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Cross-sectional study
Hypoglycaemic-related fear in parents of children with poor glycaemic control of their type 1 diabetes is associated with poorer glycaemic control in their child and parental emotional distress
  1. Susana R Patton
  1. University of Michigan
  1. Correspondence to Susana R Patton
    Division of Child Behavioral Health, CS Mott Children's Hospital, 1924 Taubman Center, Box 5318, Ann Arbor, MI 48109-5318, USA; susanap{at}

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Hypoglycaemia is a common complication of type 1 diabetes treatment.1 It is typically the result of incorrect matching of insulin to carbohydrate intake and/or mismanagement of insulin when exercising. Symptoms of mild hypoglycaemia can include confusion, faintness, irritability, trembling and nausea. However, in cases of moderate to severe hypoglycaemia, low blood glucose levels can sometimes lead to seizures, coma or even death. The availability of new analogue insulin and improvements in intensive therapy have decreased the rate of severe hypoglycaemia in patients with type 1 diabetes.1 However, because the symptoms of hypoglycaemia are uncomfortable and potentially dangerous, fear of hypoglycaemia remains a widespread problem among youth with type 1 diabetes and their families.

In a population-based study, Haugstvedt and colleagues report on fear of hypoglycaemia in parents of youth with type 1 diabetes, and whether fear of hypoglycaemia is associated with diabetes treatment factors and parental emotional distress. The parents of 115 youth with type 1 diabetes participated in this study. Parents completed Norwegian versions of the Hypoglycaemia Fear Survey-Parent (HFS-P) and the Hopkins Symptom Checklist-25 (HSCL-25). Information specific to youths' diabetes treatment were reported by parents via questionnaire. To estimate glycaemic control, glycated haemoglobin values (HbA1c) obtained nearest to the date of survey distribution were extracted from youths' medical chart. The results demonstrated associations between higher worry scores on the HFS-P and higher HbA1c values and parent-reported frequency of hypoglycaemia among youth. Examining the HFS-P Behaviour subscale, higher scores were found for youth on insulin injections, and youth who checked blood glucose seven or more times daily. Overall, mothers were reported higher HFS-P scores than fathers. However, when examining parental emotional distress, there was a direct association between HFS-P and HSCL-25 scores for both mothers and fathers.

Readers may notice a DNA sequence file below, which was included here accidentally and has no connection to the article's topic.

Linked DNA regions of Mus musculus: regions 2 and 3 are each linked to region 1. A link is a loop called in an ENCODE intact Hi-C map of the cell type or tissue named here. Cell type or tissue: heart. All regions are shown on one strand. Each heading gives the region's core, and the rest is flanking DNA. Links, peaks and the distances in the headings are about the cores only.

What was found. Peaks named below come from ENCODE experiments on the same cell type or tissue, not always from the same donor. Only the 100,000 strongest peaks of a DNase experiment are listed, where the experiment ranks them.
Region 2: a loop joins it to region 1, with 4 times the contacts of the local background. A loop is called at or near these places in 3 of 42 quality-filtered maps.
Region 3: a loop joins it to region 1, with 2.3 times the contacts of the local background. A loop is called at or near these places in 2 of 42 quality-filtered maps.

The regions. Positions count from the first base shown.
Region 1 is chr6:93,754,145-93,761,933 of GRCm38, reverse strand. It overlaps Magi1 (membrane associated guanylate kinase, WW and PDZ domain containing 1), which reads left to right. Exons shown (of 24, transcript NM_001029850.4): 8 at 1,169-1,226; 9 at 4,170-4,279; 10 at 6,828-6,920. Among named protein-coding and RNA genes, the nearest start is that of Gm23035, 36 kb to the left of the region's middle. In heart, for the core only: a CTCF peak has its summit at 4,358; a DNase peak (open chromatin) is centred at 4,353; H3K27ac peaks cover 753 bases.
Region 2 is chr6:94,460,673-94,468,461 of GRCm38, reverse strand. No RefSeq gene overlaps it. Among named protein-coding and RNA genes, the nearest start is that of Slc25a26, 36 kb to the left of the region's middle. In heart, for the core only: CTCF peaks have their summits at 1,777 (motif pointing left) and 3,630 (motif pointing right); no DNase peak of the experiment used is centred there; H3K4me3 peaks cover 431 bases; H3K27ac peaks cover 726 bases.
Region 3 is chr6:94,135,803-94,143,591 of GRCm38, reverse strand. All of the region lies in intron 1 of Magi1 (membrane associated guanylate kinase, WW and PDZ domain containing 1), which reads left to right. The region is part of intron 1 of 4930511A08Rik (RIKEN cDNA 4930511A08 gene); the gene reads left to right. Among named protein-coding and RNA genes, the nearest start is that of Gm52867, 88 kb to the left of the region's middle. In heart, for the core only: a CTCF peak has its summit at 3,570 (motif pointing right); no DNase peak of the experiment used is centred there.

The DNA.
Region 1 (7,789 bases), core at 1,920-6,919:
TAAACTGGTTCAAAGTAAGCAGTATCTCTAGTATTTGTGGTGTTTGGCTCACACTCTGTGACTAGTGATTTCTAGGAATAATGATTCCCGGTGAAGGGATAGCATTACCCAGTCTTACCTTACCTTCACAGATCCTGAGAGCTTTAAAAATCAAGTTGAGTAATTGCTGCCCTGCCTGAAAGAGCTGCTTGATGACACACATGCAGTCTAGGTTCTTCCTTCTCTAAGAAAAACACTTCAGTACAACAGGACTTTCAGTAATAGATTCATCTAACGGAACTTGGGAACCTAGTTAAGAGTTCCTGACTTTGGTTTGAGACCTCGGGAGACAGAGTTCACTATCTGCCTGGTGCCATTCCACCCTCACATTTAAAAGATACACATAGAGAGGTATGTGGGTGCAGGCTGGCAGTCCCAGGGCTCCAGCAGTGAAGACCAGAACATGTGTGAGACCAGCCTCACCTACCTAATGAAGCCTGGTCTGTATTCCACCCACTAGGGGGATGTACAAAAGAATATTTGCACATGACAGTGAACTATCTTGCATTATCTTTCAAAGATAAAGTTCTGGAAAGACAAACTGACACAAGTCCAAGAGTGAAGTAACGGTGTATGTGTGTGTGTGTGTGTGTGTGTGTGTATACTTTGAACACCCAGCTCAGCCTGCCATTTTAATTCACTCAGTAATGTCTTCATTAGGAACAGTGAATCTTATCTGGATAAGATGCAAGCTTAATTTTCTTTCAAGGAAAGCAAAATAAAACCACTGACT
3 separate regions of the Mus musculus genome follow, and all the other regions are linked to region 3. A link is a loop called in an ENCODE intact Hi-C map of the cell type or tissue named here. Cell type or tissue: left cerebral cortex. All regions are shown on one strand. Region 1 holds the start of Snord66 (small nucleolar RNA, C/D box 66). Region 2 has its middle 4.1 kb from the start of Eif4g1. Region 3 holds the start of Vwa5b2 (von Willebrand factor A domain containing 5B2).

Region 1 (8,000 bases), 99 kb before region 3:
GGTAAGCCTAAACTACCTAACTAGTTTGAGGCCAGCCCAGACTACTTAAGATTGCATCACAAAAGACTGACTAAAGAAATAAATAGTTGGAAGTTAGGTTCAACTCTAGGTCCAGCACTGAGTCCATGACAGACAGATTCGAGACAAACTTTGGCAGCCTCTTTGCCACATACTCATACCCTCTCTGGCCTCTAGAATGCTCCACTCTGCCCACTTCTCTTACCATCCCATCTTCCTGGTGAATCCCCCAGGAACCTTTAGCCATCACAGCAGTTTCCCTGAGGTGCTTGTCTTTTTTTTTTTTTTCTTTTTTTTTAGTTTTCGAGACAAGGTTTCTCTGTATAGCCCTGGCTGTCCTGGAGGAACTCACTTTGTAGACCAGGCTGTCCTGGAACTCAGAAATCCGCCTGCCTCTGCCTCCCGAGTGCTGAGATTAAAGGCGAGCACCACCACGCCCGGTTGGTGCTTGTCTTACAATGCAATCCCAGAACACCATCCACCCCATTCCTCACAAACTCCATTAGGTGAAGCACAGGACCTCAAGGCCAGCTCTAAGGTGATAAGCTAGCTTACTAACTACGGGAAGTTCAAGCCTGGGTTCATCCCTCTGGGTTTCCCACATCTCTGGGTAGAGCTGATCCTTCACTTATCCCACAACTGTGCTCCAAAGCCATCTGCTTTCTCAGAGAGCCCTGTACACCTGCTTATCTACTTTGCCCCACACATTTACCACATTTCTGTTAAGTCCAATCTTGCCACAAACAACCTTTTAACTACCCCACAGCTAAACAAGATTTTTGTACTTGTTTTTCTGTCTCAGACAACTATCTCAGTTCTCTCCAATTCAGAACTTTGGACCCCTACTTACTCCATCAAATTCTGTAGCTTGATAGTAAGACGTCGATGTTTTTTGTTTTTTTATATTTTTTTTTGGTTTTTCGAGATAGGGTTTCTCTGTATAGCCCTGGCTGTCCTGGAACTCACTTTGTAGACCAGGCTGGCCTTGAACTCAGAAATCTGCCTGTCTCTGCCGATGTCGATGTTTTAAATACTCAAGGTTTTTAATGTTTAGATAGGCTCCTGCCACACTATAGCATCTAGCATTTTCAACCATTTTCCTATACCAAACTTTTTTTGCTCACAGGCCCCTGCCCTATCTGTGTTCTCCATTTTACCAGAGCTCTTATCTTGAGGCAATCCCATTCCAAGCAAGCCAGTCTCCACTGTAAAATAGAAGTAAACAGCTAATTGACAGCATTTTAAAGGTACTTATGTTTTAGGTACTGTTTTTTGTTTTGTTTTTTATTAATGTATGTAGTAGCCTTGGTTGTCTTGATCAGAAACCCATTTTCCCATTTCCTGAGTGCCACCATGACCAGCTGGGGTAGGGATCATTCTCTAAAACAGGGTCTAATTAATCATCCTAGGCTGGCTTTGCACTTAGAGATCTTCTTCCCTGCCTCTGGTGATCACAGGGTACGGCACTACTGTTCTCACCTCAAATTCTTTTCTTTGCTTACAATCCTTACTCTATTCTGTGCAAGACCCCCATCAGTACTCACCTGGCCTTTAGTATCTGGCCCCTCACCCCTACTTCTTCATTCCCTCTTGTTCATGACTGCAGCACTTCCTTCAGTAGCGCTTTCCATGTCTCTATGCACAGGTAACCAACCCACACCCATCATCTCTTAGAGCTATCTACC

The study methodology is largely sound. The authors recruited a large sample of youth on intensive therapy which is important as the risk of hypoglycaemia may be higher for youth on older conventional regimens.1 The study used validated measures to examine fear of hypoglycaemia and emotional distress. However, there are some limitations. First, the patient sample was very homogenous, and thus the results may not generalise to more diverse samples. Second, most of the outcome measures were measured via self-report, which may introduce a response bias. A more objective report of frequency and severity of hypoglycaemia and youths' daily blood glucose monitoring are extracted from youths' medical record. Finally, variation in the timing when HbA1c values were collected may have introduced some bias. Collecting all HbA1c values ahead of study enrolment would have minimised any impact study participation could have had on parents' daily diabetes management and youths' subsequent HbA1c.

With respect to clinical practice, the results suggest that physicians and nurses should assess for fear of hypoglycaemia in parents of youth who have experienced hypoglycaemic events as well as youth with higher average blood glucose levels. While caution is clearly needed to avoid episodes of hypoglycaemia, parents who are overly afraid could make daily treatment decisions that lead to higher than optimal blood glucose levels in youth. Thus, another important implication is the need to teach parents and youth appropriate self-management strategies to prevent hypoglycaemia.

Although interesting, the results of this study are not truly novel. Past studies have demonstrated associations between parental fear of hypoglycaemia and youths' blood glucose levels and hypoglycaemia frequency.2,,4 Parental fear of hypoglycaemia has been related to parenting stress and anxiety.5 ,6 Moreover, a comparison of HFS-P scores for mothers and fathers has been previously reported.3 Haugstvedt and colleagues report findings for parental fear of hypoglycaemia that are consistent with the existing literature. Going forward, researchers should focus on the development of evidence-based intervention materials for parents of youth with type 1 diabetes.


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  • Competing interests None.